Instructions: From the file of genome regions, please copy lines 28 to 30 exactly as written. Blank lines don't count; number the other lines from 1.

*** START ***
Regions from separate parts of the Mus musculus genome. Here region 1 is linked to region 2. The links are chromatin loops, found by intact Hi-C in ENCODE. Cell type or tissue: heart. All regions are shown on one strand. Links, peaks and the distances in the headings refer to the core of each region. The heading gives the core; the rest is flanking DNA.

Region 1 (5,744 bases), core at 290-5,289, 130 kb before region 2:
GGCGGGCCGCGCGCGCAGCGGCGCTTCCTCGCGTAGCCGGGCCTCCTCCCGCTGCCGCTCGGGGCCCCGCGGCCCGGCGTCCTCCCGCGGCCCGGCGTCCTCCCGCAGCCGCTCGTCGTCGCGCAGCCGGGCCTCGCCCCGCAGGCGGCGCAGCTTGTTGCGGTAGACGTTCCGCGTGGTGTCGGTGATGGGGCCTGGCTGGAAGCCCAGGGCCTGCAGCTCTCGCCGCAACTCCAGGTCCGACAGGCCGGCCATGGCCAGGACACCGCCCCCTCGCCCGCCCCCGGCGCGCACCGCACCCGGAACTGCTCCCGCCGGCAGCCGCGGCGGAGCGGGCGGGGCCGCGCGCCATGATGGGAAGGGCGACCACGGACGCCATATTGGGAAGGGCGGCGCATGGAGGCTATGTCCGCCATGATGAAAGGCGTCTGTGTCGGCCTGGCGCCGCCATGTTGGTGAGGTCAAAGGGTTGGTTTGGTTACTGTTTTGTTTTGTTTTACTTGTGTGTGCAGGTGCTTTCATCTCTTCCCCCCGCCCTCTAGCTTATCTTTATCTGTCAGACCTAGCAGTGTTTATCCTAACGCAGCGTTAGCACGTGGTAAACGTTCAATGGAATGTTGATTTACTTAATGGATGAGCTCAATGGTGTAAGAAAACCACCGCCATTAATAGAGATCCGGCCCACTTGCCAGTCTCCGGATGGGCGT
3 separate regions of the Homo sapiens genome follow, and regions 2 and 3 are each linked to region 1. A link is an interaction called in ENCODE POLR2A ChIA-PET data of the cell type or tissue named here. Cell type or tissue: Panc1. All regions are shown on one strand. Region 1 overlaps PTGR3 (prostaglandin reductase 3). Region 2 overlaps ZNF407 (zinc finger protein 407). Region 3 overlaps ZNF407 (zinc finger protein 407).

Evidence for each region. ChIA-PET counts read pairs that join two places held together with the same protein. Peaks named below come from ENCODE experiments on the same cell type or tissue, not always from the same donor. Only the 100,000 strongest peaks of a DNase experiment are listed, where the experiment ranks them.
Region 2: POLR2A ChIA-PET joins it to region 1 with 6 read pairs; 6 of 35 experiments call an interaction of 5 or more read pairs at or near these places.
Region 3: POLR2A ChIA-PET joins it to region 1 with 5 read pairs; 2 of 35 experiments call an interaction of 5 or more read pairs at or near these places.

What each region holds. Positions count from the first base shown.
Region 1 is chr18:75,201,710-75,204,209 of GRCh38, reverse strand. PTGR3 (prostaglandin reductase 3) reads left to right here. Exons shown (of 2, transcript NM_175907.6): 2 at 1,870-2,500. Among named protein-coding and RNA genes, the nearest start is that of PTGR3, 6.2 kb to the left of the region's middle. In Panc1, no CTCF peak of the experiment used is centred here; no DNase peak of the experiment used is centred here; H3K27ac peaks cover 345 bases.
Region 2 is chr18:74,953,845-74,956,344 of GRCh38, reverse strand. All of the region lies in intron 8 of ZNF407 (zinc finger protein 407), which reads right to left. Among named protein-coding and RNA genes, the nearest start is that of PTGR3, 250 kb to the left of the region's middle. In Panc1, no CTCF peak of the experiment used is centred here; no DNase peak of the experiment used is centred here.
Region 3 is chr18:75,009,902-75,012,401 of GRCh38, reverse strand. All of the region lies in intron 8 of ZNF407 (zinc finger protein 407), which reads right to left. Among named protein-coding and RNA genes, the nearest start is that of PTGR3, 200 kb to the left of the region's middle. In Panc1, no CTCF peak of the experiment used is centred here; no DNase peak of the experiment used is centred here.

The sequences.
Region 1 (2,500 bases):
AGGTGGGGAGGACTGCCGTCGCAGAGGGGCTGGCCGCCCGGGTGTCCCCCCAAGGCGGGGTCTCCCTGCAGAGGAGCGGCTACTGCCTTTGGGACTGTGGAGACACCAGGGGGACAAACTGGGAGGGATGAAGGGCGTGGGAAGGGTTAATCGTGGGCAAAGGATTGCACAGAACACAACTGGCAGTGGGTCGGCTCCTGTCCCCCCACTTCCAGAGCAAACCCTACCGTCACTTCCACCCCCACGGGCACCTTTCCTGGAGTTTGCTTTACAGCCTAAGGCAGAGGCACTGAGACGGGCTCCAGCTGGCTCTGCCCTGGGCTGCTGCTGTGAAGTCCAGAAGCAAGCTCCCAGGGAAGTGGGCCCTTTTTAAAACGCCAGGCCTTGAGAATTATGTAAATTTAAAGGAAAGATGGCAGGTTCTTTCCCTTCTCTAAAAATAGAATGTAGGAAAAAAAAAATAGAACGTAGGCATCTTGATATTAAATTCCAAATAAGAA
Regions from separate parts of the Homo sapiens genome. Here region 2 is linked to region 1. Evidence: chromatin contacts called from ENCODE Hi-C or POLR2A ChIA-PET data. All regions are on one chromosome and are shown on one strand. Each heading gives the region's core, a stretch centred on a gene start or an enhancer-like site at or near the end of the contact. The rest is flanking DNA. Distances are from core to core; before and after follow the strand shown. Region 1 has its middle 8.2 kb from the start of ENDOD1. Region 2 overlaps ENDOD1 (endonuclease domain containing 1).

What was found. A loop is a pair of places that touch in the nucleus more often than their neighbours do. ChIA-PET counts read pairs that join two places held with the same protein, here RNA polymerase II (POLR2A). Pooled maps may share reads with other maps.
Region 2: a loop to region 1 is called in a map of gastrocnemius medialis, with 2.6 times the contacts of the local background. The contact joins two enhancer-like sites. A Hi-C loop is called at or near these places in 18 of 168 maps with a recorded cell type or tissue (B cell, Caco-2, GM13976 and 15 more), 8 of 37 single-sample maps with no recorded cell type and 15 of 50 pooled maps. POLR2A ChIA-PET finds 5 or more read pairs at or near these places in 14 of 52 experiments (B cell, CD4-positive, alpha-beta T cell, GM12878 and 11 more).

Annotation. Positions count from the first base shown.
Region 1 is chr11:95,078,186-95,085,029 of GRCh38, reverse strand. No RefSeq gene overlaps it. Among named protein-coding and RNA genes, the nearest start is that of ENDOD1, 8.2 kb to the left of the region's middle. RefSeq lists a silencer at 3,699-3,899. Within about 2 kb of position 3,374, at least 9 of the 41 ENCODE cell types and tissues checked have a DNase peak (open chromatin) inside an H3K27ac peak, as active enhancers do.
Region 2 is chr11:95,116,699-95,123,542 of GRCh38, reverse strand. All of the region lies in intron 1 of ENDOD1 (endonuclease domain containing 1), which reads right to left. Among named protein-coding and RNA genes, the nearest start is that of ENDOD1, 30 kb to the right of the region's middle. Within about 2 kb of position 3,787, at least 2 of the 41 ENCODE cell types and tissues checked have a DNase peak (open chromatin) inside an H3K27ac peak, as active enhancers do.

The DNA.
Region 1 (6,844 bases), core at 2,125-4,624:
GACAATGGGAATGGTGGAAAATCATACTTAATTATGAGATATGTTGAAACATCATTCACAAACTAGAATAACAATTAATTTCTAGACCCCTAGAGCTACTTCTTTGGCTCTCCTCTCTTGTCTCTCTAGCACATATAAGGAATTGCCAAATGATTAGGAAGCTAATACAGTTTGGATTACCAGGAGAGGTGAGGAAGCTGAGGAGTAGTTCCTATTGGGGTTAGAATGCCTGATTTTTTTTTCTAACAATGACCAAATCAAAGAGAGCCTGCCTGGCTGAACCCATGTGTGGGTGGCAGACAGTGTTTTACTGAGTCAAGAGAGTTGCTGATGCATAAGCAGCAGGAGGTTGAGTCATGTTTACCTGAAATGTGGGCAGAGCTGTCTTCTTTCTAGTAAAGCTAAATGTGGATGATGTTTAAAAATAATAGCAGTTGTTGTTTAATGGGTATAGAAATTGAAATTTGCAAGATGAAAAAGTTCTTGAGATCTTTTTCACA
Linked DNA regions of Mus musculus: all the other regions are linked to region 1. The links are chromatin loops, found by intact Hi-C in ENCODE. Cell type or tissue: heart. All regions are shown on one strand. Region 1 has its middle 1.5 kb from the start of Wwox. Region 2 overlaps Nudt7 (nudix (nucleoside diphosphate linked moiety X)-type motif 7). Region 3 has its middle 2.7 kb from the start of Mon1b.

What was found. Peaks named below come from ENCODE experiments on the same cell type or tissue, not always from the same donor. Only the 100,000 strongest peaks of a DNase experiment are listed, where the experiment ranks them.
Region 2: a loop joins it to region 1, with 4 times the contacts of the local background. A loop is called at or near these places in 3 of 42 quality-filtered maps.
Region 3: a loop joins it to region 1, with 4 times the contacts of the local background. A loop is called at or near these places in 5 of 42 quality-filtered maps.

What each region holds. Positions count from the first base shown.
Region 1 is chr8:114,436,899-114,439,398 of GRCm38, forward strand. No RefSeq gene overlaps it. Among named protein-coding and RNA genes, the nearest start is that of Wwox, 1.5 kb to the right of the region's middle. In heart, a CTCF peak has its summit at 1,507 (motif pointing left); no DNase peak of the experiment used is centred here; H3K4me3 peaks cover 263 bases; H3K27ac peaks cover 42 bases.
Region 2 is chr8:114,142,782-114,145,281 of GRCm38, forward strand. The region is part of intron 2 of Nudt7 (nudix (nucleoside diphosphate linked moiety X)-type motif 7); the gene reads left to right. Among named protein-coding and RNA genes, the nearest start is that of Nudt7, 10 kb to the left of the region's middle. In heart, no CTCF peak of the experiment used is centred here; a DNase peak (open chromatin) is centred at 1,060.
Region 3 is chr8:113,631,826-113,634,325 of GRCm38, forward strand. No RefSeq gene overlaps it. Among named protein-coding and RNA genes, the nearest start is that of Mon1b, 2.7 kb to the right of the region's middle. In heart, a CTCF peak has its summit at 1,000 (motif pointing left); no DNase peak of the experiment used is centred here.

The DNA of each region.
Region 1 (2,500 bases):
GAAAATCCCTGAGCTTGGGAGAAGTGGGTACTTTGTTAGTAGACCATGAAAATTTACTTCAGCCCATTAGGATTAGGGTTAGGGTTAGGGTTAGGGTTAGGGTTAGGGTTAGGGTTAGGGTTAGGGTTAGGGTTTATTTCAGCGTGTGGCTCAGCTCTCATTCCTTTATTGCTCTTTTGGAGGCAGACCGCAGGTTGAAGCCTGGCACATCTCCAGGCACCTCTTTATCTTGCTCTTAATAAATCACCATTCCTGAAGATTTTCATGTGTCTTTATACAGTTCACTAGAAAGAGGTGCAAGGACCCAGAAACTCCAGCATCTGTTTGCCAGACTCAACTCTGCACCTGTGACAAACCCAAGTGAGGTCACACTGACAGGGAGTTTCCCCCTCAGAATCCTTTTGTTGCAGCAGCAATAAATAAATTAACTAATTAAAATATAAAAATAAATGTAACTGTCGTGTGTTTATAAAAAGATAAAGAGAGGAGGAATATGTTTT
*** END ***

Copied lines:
What each region holds. Positions count from the first base shown.
Region 1 is chr8:114,436,899-114,439,398 of GRCm38, forward strand. No RefSeq gene overlaps it. Among named protein-coding and RNA genes, the nearest start is that of Wwox, 1.5 kb to the right of the region's middle. In heart, a CTCF peak has its summit at 1,507 (motif pointing left); no DNase peak of the experiment used is centred here; H3K4me3 peaks cover 263 bases; H3K27ac peaks cover 42 bases.
Region 2 is chr8:114,142,782-114,145,281 of GRCm38, forward strand. The region is part of intron 2 of Nudt7 (nudix (nucleoside diphosphate linked moiety X)-type motif 7); the gene reads left to right. Among named protein-coding and RNA genes, the nearest start is that of Nudt7, 10 kb to the left of the region's middle. In heart, no CTCF peak of the experiment used is centred here; a DNase peak (open chromatin) is centred at 1,060.